NO. Any place within the USSR was free to travel to (except classified cities and factories - for those places, entering them required a permit).
'Classified cities' I'm a little surprised by. What exactly would these be-- cities containing military bases, military production, or what? Factories I understand, but how does one 'classify' a city?
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Re: Re:

Post by Pelranius » 2009-04-16 07:05pm

Elheru Aran wrote:A small question, if I may--
Stas Bush wrote:
Did you need government approval for vacation trips within Russia?
NO. Any place within the USSR was free to travel to (except classified cities and factories - for those places, entering them required a permit).
'Classified cities' I'm a little surprised by. What exactly would these be-- cities containing military bases, military production, or what? Factories I understand, but how does one 'classify' a city?
Well, they were typically ones of strategic importance on the border (Kalingrad and Vladivostok) or high value military/industrial facilities, such as tank factories and the city housing workers at that Cosmodome (is that the right term, Stas?) in the Kazakh SSR.
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Re: Re:

Post by Fingolfin_Noldor » 2009-04-16 11:09pm

Elheru Aran wrote:A small question, if I may--
'Classified cities' I'm a little surprised by. What exactly would these be-- cities containing military bases, military production, or what? Factories I understand, but how does one 'classify' a city?
I recall vaguely that the city or town equivalent of the Russian Sandia and Lawrence Livermore were considered Classified and no one was allowed to go there.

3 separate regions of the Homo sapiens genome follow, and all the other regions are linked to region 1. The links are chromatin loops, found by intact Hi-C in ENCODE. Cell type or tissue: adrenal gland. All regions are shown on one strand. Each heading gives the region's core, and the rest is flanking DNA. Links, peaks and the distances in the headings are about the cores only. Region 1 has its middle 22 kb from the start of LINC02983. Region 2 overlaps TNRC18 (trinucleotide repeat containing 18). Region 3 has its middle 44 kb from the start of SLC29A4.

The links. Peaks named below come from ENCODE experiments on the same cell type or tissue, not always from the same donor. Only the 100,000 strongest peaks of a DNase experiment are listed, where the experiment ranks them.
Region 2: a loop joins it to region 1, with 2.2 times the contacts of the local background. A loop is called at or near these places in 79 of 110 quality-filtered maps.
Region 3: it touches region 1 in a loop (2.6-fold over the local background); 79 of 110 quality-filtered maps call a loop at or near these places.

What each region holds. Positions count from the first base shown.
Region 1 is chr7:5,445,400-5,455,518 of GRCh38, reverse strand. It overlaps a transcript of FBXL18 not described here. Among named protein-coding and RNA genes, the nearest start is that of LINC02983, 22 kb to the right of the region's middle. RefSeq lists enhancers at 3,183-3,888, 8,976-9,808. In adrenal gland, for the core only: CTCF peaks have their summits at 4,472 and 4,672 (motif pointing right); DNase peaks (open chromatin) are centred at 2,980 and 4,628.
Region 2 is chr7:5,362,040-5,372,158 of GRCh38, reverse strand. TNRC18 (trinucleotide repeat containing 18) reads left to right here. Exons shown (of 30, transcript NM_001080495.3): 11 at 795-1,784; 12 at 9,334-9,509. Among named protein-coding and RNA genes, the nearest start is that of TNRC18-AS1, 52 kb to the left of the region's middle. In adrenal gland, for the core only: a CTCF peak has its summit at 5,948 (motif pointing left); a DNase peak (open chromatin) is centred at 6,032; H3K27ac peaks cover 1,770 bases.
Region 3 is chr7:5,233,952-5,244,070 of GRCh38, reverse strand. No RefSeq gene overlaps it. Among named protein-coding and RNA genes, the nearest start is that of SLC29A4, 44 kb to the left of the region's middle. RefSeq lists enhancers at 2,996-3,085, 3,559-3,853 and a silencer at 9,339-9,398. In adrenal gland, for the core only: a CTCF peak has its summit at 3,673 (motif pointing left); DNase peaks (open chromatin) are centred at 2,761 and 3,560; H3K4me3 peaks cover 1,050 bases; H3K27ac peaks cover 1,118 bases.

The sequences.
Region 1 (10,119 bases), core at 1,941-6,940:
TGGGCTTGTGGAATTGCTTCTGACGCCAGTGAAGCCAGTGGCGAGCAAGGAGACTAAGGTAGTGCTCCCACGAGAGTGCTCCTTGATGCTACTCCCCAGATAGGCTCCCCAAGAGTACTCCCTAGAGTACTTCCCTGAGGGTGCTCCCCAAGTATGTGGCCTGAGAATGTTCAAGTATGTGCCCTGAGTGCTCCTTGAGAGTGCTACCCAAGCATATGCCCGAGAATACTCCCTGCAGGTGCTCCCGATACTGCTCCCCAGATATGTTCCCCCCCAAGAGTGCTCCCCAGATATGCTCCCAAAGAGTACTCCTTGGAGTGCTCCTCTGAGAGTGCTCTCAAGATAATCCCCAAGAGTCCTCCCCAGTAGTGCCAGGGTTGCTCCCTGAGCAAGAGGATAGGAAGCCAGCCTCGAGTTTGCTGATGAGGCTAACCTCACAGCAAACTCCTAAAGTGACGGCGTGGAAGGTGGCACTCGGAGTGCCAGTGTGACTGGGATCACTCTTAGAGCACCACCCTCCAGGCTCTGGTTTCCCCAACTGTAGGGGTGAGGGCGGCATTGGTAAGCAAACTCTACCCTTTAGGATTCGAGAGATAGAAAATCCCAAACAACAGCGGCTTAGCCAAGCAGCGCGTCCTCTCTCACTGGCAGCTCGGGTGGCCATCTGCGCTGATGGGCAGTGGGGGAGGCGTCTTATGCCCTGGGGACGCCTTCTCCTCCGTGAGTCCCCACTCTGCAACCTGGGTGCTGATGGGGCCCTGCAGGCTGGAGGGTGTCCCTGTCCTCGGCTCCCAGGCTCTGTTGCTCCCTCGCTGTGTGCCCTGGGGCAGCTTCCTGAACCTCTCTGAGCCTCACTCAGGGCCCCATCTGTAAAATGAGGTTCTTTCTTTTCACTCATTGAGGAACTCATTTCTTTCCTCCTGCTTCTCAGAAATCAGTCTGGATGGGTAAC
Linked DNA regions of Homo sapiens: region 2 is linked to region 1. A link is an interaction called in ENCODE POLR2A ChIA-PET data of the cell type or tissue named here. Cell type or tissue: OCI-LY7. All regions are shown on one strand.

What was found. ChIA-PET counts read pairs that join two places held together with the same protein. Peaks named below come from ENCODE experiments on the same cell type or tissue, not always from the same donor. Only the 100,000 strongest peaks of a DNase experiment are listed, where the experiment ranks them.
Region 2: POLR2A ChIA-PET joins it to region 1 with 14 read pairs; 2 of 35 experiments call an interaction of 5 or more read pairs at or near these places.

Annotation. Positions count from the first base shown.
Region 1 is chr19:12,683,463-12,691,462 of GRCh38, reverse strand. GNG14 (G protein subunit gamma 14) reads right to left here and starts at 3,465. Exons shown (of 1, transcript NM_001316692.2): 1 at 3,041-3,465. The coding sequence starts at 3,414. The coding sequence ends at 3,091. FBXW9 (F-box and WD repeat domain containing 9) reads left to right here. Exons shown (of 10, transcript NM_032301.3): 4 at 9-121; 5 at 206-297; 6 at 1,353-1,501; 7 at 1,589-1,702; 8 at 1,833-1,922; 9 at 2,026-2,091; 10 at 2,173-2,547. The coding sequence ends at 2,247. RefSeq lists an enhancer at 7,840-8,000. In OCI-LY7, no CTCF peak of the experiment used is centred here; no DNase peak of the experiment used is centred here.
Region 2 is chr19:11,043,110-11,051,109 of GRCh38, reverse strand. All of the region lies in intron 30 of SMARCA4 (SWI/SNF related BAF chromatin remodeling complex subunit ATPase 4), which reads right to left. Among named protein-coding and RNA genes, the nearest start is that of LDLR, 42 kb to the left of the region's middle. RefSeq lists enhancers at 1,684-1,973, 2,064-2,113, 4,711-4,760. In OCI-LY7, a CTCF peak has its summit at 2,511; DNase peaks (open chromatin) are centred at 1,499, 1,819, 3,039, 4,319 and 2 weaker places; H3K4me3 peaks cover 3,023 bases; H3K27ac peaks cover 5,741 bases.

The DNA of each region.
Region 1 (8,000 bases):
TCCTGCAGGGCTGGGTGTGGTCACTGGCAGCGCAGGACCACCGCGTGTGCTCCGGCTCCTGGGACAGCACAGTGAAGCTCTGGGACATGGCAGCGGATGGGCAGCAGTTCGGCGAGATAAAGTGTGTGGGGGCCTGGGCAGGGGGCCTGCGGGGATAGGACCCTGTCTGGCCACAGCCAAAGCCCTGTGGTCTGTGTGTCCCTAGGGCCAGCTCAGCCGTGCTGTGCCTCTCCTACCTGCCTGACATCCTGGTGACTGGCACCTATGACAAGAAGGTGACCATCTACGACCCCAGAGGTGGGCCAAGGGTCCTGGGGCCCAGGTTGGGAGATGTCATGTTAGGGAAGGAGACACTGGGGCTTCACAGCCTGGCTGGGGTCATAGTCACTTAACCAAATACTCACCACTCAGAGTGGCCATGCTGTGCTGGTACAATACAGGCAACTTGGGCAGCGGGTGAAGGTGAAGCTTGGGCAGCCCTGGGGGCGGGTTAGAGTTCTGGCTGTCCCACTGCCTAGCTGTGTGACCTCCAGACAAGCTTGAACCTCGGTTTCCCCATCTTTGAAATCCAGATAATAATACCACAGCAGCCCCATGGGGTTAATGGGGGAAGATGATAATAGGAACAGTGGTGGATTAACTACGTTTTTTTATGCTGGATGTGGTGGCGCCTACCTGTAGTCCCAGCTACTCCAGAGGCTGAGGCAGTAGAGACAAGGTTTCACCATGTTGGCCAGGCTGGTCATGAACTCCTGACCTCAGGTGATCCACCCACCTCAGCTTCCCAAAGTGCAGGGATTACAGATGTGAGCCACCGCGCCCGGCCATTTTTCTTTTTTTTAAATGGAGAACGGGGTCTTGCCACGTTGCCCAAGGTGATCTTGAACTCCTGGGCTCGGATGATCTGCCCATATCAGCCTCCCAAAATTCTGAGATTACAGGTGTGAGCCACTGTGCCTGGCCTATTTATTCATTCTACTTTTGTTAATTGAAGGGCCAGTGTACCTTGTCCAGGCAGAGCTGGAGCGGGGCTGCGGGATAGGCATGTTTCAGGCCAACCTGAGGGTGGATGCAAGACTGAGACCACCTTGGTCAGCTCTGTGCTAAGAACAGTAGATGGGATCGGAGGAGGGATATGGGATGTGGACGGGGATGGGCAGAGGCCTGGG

I would imagine that certain sections of the Russian railroad was simply out of bounds to the civilian populace.
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Re: Life in the Soviet Union

Post by K. A. Pital » 2009-04-17 01:28am

1) Classified cities - these were essentially "closed cities" which contained top priority military installations. Examples: Arzamas-16, nuclear bomb production center. Balashikha, the site of Soviet underground secret submarine base.

There were various degrees of "closedness" - a large city would be closed to visits from foreigners but Soviet citizens would be allowed to travel there with a permit.

A small city may have been entirely stricken from the maps, removed from the administrative control of it's regional government and only exist on military maps from thereon. On usual maps, voids or some sort of leisure camps were drawn up to confuse foreign spies if they tried to use official Soviet maps to find out anything about the "secret cities".

If the city was completely closed, that usually entailed a "no-leave" policy for it's residents, who were required to get a special permit even if they travelled to other locations inside the USSR.

These cities were mostly populated with scientists, military folk, especially Strategic Nuclear Forces servicemen, and their families.

2) How did the communist party work? How did people join? What did membership entail?

The Communist Party worked much like any other Party would. It had a youth wing (Komsomol), from which, after graduation, one could rise to proper Party ranks. A lot of patronage existed as to who would rise to the party in the late Soviet era, but in the 1950-1960, the CPSU generally took talented people in.

Graduating with excellency was required to aspire to the communist party at all, as well as having a clear crime record, clear biography was also quite often required in the early Soviet days - but often matters of practicality overrode the various bans for "nobility" to not be allowed into the CPSU.

Joining was done by giving a petition to join to your local party secretary, which then would be approved or disapproved at the local party council.

Membership required going to Party councils, listening to political information once a week or once a month (depending on local Party procedures), and such.
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Re: Life in the Soviet Union

Post by Guardsman Bass » 2009-04-17 12:03pm